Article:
Black spoke to reporters last week as video of Bieber's deposition in the case of an alleged assault by one of his bodyguards — you can't keep this young man's legal woes straight without a scorecard — was making the rounds on the Internet. It was not a pretty picture. Bieber comes across as a twerp so snotty and insolent even Mother Teresa would want to smack him.
It's been suggested that opposing counsel baited Bieber by asking provocative questions unrelated to the matter at hand, such as his on-and-off relationship with Selena Gomez. But so what? A deposition is a fishing expedition, and opposing counsel is allowed wide latitude in asking questions. The defendant's best strategy is to keep calm and answer as briefly as possible.
Presumably, this was all explained to Bieber before he was deposed, but if so, the advice did not take. He preens, he parries, he oozes with visceral contempt for the entire process. Asked if his mentor, the singer Usher, was instrumental to his career he replies, "I was found on YouTube. I think that I was detrimental to my own career."
Rarely have ignorance and arrogance ever combined so flawlessly to produce unintended truth.
But again, Roy Black says if you want to blame anyone for what Justin Bieber is, blame us and our culture of celebrity worship.
"We love it when people start becoming successful," he told reporters, "But once they actually are highly successful, we do almost everything we can to destroy their lives. And Justin Bieber's case is just one of many. He has absolutely no privacy. He is harassed by photographers or paparazzi — whatever you want to call them — at every turn."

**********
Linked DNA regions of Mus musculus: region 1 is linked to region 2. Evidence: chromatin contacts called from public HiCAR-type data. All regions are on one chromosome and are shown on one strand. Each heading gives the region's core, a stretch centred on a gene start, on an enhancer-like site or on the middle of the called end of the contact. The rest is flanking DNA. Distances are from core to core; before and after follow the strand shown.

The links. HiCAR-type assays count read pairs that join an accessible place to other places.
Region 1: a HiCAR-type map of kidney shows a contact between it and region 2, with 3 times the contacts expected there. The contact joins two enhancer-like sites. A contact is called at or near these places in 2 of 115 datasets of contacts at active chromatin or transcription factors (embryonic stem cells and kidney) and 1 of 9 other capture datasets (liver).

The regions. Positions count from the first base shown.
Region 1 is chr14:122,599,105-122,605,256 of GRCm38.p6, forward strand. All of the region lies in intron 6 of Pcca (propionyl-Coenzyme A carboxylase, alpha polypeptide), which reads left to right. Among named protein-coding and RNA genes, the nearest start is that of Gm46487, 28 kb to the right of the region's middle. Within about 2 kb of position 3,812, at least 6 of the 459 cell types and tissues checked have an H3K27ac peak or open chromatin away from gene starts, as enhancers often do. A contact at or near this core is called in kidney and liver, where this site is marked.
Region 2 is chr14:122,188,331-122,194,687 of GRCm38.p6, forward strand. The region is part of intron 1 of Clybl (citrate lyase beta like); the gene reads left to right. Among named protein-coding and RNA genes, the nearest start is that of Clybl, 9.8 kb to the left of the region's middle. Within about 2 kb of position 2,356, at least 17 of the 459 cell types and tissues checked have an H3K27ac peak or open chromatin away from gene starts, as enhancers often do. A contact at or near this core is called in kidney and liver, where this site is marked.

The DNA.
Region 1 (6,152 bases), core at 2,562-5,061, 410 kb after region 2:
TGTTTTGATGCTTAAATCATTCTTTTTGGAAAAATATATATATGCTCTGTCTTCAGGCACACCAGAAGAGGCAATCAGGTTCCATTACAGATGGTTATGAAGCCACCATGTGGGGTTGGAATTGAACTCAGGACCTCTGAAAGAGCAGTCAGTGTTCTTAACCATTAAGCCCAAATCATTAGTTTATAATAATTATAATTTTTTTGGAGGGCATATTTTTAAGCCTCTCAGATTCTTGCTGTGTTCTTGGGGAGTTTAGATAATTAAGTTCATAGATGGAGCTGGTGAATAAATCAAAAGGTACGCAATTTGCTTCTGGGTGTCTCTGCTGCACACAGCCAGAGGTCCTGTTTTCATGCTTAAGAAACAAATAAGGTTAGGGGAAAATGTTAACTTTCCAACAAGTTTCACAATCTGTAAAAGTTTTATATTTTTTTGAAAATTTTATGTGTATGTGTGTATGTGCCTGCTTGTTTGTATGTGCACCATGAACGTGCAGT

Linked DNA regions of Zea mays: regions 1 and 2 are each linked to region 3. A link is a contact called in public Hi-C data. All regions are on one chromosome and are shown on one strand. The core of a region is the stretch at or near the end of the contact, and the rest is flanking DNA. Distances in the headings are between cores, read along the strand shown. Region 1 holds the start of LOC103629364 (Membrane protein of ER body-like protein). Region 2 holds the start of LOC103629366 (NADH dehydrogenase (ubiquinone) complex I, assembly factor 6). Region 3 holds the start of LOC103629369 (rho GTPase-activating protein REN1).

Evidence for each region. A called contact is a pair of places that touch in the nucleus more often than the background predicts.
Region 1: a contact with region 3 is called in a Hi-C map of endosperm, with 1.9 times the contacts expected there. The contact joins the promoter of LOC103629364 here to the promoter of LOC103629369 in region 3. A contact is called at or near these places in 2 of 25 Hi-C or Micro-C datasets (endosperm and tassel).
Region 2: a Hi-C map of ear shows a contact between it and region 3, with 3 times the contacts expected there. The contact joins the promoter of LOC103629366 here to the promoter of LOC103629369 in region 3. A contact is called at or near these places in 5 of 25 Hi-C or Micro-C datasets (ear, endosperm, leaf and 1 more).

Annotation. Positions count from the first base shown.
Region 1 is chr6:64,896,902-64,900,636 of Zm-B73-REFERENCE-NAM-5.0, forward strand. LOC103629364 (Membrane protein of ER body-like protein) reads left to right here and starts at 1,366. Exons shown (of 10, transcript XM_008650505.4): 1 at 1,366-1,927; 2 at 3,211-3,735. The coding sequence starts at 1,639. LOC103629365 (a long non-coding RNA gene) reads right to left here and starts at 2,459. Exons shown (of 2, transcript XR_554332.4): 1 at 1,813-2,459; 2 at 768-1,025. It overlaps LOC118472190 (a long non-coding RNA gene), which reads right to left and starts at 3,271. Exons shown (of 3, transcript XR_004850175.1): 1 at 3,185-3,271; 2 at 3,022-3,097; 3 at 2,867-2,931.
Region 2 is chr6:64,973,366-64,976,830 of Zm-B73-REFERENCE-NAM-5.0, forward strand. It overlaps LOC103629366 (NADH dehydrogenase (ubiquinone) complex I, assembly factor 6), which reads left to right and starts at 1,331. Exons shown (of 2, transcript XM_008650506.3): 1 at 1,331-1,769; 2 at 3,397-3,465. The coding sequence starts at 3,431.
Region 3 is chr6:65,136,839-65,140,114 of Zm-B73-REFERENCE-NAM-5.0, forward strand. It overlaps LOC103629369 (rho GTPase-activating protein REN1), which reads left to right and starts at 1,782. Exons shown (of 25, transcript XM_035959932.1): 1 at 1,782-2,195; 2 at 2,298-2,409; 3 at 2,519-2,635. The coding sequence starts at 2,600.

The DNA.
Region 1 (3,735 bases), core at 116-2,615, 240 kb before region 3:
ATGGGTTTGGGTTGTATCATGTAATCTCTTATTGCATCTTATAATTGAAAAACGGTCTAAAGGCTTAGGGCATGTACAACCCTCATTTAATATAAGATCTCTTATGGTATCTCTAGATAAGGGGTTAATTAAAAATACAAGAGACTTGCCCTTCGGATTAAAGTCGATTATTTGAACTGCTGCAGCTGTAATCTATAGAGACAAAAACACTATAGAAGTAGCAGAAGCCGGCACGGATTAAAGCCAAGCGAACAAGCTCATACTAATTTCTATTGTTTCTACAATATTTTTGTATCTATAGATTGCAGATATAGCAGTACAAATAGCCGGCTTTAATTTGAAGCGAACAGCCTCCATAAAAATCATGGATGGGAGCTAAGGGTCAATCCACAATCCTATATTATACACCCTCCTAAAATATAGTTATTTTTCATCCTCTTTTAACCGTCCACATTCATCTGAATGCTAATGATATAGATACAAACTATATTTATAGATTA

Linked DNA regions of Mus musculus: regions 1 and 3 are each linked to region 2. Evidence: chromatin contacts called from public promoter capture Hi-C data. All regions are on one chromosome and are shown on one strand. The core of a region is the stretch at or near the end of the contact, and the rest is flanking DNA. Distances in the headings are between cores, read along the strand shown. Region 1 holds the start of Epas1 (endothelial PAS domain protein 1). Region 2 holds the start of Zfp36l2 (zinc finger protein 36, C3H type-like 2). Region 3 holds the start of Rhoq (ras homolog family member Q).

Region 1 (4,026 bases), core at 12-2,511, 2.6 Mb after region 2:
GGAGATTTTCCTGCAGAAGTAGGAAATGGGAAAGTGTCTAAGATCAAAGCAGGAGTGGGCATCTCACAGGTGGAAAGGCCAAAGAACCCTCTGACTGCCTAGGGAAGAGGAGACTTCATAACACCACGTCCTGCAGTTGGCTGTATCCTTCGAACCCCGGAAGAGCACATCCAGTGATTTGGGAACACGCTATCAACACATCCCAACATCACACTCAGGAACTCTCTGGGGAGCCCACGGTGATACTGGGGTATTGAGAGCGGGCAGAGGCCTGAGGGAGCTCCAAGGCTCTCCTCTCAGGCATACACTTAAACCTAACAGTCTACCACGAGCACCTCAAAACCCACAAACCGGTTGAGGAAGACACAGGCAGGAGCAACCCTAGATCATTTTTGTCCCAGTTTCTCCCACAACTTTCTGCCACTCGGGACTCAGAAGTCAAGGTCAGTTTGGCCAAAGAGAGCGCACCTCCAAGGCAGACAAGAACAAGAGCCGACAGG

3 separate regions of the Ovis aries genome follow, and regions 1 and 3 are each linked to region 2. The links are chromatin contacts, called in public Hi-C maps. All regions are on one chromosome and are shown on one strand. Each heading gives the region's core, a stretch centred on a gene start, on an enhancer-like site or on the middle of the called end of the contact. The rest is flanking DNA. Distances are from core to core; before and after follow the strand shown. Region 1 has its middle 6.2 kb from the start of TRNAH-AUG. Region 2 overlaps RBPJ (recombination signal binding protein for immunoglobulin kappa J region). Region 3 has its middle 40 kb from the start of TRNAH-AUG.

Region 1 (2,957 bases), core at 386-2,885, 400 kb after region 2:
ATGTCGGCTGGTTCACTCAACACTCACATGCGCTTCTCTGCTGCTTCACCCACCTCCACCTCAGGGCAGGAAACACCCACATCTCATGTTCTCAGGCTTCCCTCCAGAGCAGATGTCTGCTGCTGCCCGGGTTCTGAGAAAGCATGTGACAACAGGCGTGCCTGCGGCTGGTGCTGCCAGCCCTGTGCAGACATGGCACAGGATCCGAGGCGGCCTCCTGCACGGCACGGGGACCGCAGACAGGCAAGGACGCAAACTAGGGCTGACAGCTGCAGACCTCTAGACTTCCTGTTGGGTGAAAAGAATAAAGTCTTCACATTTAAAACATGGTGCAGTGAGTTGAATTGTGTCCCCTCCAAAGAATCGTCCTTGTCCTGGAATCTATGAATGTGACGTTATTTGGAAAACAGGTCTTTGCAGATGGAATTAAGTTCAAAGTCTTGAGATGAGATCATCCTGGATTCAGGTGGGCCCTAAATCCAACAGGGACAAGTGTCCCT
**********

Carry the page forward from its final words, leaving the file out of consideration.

It is an intriguing argument in that it contains just enough truth to give you pause. Our celebrity mania does drive an industry of intrusion. Famous people do live under siege.
On the other hand, Bieber is hardly the first person to be famous — or, for that matter, to become famous while young. And while that proves toxic for some — think Britney Spears and Michael Jackson — others seem to handle it just fine. Where are the headlines about a drunken Justin Timberlake peeing into a janitor's bucket or pelting a neighbor's house with eggs? Where are the stories of New Kids on the Block brawling with photographers or closing off a public street to go drag racing?
What we see in Bieber, then, seems to say less about celebrity than about one of its unfortunate byproducts: entitlement. Has anyone ever held this kid accountable for anything?
Consider that when he was popped in Miami, young model Ireland Baldwin tweeted, "We're all human."
When cops investigated him on charges of reckless driving, Usher said, "He's a teenager ..."
When drugs were found on his tour bus, Will Smith said, "These are things that are just simple and normal for a 19-year-old to do..."
But would they be so quick to make excuses if it were Justin Jones behaving as if the world were his toilet and the rules did not apply?
Now here's Black, saying Bieber's behavior is our fault.
Maybe, but not in the way he suggests. If one of the least attractive byproducts of celebrity is that it brings public intrusion into private lives, another is that it can induce people to treat the famous person as if his waste products produce no odor.
If you are treated that way, there's a good chance you will behave that way. Bieber's deposition is Exhibit A.
So if people really want to help this kid, the answer is simple: Stop making excuses for him.
(Leonard Pitts is a columnist for The Miami Herald, 1 Herald Plaza, Miami, Fla., 33132. Readers may contact him via e-mail at firstname.lastname@example.org.)